“I disagree with Mr. Johnston in his decision to remain as a special rapporteur,” Singh told reporters. “I think he’s made the wrong decision.”
The NDP motion in the House of Commons called for Johnston to step aside and passed on Wednesday in a vote of 174-150, with only the Liberals voting against it. In a letter after the vote, Johnston said his mandate comes from the government and he has a duty to pursue that work until it is complete.
However, Singh repeated Thursday that given a “strong appearance of bias,” Johnston can’t actually do the work he was intended to do.
“The work was to restore confidence that everything is being done by our government and the electoral system to ensure we are free from foreign interference,” Singh said.
“That work requires the trust and confidence of the public and has been eroded by this appearance of bias, which is too strong.”
Singh said he will continue to put pressure on the government for a public inquiry into foreign interference in Canadian affairs.
Johnston was picked by the Liberal party to recommend for or against a public inquiry. In a report in May, he recommended against a public inquiry, reasoning that much of the evidence that would be required can’t be made public due to national security concerns.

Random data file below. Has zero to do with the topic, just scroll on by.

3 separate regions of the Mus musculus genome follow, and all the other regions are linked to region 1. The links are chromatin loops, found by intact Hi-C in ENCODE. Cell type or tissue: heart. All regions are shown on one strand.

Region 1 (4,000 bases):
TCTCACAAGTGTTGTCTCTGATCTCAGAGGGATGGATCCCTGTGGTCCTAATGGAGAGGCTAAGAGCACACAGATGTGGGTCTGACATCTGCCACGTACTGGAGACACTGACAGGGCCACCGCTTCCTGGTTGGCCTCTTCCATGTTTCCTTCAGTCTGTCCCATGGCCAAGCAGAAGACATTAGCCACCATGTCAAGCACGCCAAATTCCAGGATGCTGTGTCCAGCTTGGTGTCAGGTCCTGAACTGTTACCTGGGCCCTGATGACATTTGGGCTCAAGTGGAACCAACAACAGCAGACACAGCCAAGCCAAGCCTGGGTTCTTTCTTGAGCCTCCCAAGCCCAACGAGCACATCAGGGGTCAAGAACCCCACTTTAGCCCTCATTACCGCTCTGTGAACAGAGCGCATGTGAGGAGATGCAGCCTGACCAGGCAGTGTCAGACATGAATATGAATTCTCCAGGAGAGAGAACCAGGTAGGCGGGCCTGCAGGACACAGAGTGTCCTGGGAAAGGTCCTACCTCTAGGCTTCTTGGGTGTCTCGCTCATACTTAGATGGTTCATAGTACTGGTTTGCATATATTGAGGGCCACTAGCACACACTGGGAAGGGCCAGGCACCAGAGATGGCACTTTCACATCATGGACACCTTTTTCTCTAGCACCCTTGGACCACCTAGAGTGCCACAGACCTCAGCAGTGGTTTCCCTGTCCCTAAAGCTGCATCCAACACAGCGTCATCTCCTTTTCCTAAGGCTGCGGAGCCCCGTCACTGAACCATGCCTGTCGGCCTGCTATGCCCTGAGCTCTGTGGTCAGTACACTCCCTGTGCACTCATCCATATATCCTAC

Instead, Johnston said he will hold public hearings as part of the continued probe he is working on and plans to file a second report on his findings.
However, all opposition parties have called for a public inquiry as more reports have surfaced of Chinese interference in Canadian politics, including attempts to interfere with former Conservative leader Erin O’Toole as well as Conservative MP Michael Chong and NDP MP Jenny Kwan.
Johnston has previously been on the board of the Pierre Elliott Trudeau Foundation, which faced intense criticism for its past acceptance of a donation linked to China. The board of directors, president and CEO resigned over the scrutiny of that donation in April.
The foundation is a registered charity that is prohibited from engaging in political activity and primarily funds scholarships. But Johnston’s membership as well as his connections with the Trudeaus have led to accusations that he is not the best person to independently investigate Chinese interference.
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